Last Word

Fortunately for Maxxim (and the mining industry), the Commission did not have the last word. On appeal, the Sixth Circuit took a very different approach than the Commission. It identified “two linking concepts” in the Mine’s Act’s definition of “coal or other mine.”

  • The first is related to mine related places, e.g. ‘lands, excavations, underground passageways , shafts, slopes, tunnels and workings, [and] facilities . . . used in or to be used in . . . excavating . . . minerals.”
  • The second concept relates to “mine related thinks that serve a mine-related function in those places,” i.e. “equipment, machinery, tools or other property . . . used in or to be used in” the process of extraction.

For the Sixth Circuit, the key is that “[b]oth concepts are joined together by their connection to a working mine – places and things in and around the mine. Just as these words do not cover ‘lands’ disconnected from an active mine (even lands that might one day be purchased ‘to be used’ as a mine), they do not cover equipment that is not part of a working mine (even equipment that might one day be sold to someone ‘to be used in a mine.’

Whether it is a place or functional thing, it must be connected to a working mine.” If it is not connected to a working mine, MSHA does not have jurisdiction over it.

The Sixth Circuit also recognized that “[t]his is not a case in which the regulated entity seeks to hide from any regulation. It just thinks, quite reasonably, that the Secretary [of Labor’s] authority applies to it through the Occupational Safety and Health Administration, not [MSHA].” OSHA’s regulations apply and address the types of hazards one might encounter in the Sidney shop. Of course, MSHA argued that the Sixth Circuit should defer to its interpretation of the Mine Act, just as the Commission deferred to MSHA’s interpretation. When the meaning of a statute is ambiguous, the Supreme Court has held that courts must defer to an agency’s reasonable interpretation.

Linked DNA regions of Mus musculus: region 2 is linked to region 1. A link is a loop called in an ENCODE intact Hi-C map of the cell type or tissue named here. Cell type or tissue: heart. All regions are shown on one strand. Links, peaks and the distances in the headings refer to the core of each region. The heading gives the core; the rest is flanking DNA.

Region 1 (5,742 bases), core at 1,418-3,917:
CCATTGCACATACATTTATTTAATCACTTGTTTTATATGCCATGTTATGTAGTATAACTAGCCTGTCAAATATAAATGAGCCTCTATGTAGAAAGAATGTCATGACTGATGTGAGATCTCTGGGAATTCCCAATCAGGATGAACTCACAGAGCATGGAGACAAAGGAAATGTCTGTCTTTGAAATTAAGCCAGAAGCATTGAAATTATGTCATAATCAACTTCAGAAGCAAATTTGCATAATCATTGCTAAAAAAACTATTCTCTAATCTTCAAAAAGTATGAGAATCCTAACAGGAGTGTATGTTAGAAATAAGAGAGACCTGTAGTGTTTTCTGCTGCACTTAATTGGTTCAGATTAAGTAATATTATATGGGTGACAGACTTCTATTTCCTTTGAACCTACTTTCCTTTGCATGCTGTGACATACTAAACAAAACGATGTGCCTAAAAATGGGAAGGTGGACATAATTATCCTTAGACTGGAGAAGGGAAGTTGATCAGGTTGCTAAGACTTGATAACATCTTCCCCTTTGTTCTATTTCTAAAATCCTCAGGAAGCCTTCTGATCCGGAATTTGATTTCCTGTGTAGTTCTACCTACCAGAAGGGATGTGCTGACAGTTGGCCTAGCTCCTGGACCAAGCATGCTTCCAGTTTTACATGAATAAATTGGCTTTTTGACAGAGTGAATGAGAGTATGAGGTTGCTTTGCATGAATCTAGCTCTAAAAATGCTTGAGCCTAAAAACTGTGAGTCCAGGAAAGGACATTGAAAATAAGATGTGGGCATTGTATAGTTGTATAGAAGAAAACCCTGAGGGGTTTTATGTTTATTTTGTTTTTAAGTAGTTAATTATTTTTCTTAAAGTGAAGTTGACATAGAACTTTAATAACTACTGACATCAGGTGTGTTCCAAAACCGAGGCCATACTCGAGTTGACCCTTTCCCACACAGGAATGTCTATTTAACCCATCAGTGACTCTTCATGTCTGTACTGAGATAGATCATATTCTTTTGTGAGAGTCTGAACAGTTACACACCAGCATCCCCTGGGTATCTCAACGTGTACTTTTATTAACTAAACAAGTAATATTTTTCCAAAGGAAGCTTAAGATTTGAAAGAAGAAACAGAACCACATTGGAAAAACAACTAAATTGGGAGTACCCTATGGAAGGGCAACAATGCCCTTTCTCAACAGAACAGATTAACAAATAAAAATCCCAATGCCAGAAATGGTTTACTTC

In most cases, it is easy for an agency to convince a court that its interpretation is reasonable. This was not most cases. Here, the Sixth Circuit held that MSHA’s interpretation “is not a reasonable one—and not just because it overlooks all the textual and procedural clues . . . The Secretary’s interpretation also has no stopping point.”

Overall, this was a big win for Maxxim and for industry. The Sixth Circuit’s decision conflicts with Commission case law. Arguably, the Commission is bound to follow the decision only in cases originating in the Sixth Circuit (Ohio, Michigan, Kentucky and Tennessee). Nevertheless, since at least 2000 MSHA has assumed that it could take jurisdiction over a site or facility even if it had no connection to a working mine. It has gobbled up all sorts of facilities in that time. The Sixth Circuit’s decision may provide those facilities with the opportunity to argue that they should be regulated by the agency best suited to address the safety and health hazards that they might encounter: OSHA.

Brian Hendrix, a member of Husch Blackwell’s Energy & Natural Resources group, advises clients on environmental, health and safety law, with a focus on litigation, incident investigations, enforcement defense and regulatory compliance counseling. He has extensive experience with federal and state agencies and has represented numerous clients in manufacturing, natural resource production and service-related industries. [email protected], 202-378-2417.